NEW YORK (WABC) -- It's the Trifecta, a trio of swindles with a purse bigger than the recent Triple Crown winner! Authorities say thousands of victims are falling for these three new scams left and right.
"What you should do is hang up!" That's former New Jersey Consumer Affairs Commissioner Adam Levin's advice for anyone getting a call from someone phishing for info.
Levin now runs www.Cyberscout.com a cyber security firm which says that trending now is Medicare fraud.
Millions of Americans are waiting for new Medicare cards, which no longer use Social Security numbers as ID.
"The fact that they get a phone call from somebody representing themselves to be from Medicare seems logical. Unfortunately the illogical part is when they ask you to supply Social Security information or financial information," says Levin.
He reminds that Medicare officials will never call you to update information. Your card will be sent with instructions via the US mail.
Next, Western Union refunds. If you were a victim of a scam and used Western Union's money transfer system, you were able to file a claim to get your money back before May 31st.
The deadline has passed but scammers are still taking advantage of Western Union restitution by sending out phony emails pretending to need to verify refunds.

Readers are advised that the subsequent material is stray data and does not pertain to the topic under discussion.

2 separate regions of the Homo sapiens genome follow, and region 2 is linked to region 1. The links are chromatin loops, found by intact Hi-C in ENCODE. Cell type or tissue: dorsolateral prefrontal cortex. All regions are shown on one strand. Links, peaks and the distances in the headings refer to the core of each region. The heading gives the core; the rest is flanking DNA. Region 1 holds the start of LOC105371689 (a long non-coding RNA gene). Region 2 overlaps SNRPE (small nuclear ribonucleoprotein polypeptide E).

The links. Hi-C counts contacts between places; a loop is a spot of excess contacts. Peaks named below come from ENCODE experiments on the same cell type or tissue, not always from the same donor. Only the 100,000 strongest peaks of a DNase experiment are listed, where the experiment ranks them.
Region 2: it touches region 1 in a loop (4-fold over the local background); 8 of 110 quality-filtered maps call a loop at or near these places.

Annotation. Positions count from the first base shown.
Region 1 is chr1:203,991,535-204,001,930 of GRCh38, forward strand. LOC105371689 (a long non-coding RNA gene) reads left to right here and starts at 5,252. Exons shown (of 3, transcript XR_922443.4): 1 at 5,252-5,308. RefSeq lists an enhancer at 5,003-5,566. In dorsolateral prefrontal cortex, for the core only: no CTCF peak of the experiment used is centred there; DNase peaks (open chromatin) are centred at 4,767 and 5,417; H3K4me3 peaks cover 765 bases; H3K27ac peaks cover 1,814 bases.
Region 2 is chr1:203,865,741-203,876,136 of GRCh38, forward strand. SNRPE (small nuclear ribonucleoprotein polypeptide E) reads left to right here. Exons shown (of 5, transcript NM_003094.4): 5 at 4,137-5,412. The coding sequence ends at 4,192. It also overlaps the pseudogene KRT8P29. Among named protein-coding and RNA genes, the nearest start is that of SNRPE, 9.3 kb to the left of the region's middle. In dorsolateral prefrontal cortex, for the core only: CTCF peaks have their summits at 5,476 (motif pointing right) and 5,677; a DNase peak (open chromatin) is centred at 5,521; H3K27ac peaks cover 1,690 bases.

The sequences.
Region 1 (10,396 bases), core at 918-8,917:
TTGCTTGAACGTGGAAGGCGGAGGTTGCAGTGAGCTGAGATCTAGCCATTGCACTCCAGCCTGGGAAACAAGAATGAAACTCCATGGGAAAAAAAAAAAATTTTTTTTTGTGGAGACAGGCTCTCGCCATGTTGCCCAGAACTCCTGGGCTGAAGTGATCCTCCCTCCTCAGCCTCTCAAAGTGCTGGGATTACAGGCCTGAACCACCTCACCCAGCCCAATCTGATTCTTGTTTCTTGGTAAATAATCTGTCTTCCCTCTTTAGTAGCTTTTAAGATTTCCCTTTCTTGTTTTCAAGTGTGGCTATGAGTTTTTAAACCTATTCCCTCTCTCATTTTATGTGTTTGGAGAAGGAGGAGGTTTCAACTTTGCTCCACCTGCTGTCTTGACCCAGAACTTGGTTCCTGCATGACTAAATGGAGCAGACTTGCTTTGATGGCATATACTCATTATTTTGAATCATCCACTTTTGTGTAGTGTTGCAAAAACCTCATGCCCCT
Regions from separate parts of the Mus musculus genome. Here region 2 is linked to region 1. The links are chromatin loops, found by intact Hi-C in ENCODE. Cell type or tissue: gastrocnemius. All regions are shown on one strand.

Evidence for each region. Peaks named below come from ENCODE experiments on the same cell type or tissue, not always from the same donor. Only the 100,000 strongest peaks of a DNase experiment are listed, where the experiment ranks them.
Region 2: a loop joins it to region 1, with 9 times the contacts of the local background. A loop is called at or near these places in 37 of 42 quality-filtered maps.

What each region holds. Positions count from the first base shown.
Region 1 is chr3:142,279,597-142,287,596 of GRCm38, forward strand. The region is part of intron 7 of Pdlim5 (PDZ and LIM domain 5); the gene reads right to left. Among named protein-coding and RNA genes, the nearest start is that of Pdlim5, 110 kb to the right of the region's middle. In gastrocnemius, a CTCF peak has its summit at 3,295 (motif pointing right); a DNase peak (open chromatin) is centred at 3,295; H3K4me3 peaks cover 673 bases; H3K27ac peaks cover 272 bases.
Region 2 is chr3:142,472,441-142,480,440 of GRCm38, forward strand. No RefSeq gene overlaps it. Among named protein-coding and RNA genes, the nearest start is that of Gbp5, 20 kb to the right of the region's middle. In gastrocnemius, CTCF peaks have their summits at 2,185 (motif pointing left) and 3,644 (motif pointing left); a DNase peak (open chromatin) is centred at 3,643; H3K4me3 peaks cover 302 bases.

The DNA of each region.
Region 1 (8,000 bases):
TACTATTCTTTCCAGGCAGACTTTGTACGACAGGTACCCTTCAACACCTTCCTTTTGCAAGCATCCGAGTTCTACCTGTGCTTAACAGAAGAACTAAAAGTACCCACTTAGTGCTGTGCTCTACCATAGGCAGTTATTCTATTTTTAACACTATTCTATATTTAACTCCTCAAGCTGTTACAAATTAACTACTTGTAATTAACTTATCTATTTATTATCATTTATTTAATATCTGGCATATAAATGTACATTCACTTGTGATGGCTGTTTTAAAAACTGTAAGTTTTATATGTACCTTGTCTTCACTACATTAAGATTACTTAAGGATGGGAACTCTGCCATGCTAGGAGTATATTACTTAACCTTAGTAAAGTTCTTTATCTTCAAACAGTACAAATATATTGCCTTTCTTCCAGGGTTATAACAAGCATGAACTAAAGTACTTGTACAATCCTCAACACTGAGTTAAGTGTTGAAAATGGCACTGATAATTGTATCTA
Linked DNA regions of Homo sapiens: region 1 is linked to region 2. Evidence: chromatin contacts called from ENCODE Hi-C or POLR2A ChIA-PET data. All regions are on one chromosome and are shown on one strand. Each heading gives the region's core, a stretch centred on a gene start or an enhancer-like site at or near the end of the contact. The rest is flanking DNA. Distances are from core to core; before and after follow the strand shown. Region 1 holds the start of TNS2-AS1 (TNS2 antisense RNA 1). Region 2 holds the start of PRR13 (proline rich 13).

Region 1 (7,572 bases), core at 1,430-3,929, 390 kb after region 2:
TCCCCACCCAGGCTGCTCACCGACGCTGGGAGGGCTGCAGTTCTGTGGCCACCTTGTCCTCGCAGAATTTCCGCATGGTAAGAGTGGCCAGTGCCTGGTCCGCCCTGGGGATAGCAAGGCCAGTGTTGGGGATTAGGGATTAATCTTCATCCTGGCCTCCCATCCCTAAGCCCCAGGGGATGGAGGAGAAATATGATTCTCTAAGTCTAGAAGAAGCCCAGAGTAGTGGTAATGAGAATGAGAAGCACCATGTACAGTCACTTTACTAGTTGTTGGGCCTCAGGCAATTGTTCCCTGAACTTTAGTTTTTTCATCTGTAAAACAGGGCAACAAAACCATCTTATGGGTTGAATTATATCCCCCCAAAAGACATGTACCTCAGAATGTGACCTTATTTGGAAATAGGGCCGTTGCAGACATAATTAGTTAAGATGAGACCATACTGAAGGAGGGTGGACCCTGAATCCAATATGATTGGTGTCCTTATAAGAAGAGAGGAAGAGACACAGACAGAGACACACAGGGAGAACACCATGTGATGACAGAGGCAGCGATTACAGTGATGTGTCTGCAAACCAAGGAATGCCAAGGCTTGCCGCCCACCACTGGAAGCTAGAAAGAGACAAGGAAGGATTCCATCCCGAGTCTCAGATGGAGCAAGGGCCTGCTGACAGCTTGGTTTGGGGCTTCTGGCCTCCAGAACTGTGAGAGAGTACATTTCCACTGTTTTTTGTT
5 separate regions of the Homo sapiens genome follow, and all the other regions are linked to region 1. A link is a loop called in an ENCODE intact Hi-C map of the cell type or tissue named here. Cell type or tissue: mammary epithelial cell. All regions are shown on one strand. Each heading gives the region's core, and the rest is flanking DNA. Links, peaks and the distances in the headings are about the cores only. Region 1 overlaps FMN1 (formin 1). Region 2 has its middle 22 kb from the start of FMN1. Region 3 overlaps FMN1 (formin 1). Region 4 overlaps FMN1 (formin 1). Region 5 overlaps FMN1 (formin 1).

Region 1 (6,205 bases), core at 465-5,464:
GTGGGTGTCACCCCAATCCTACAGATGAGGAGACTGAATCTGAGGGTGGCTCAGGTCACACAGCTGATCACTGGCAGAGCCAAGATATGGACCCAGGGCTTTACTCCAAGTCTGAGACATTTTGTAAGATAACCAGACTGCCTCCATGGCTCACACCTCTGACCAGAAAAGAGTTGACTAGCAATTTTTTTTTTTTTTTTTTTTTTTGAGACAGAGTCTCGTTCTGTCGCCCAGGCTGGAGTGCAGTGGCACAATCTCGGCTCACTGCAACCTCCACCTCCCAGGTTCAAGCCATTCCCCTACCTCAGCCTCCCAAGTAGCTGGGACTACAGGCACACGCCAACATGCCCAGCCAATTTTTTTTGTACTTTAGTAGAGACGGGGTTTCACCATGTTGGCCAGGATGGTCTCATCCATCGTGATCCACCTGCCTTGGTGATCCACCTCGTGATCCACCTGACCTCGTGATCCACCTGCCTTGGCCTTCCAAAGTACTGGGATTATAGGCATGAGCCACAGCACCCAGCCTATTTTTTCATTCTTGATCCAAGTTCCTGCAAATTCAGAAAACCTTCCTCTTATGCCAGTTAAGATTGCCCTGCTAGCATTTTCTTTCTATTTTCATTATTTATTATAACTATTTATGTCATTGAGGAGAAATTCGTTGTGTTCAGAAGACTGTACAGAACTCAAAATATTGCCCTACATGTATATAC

"Basically Social Security information and financial information. You do not want to do this," warns Levin.
The third new scam targets people via Chinese language phone calls. Phone scammers purporting to be from a shipper or Chinese consulate office are tricking people in the US into handing over huge sums of money.
It is a robocall. If you follow the prompts in the robocall because you're nervous, they will explain you have been part of a parcel scam and received an illegal parcel.
The Federal Trade Commission (FTC) said that people across the country have been reporting the calls, deploying a range of fear tactics in a bid to scare the recipient involving a package.
At some point, the caller will ask for a fee to receive the box or personal details such as bank or credit card information to avoid being in trouble.
"The supreme rule, never authenticate yourself to anyone who contacts you for any reason," said Levin.
The Big Takeaway, never click on emailed links. Never give your name, date of birth or Social Security over the phone, text or email and never wire money to strangers pretending to have a prize or package for you in return.
For more information on these scams, visit:
FTC Western Union Alert
Reporting Medicare Scams
Chinese Consulate impersonator scam
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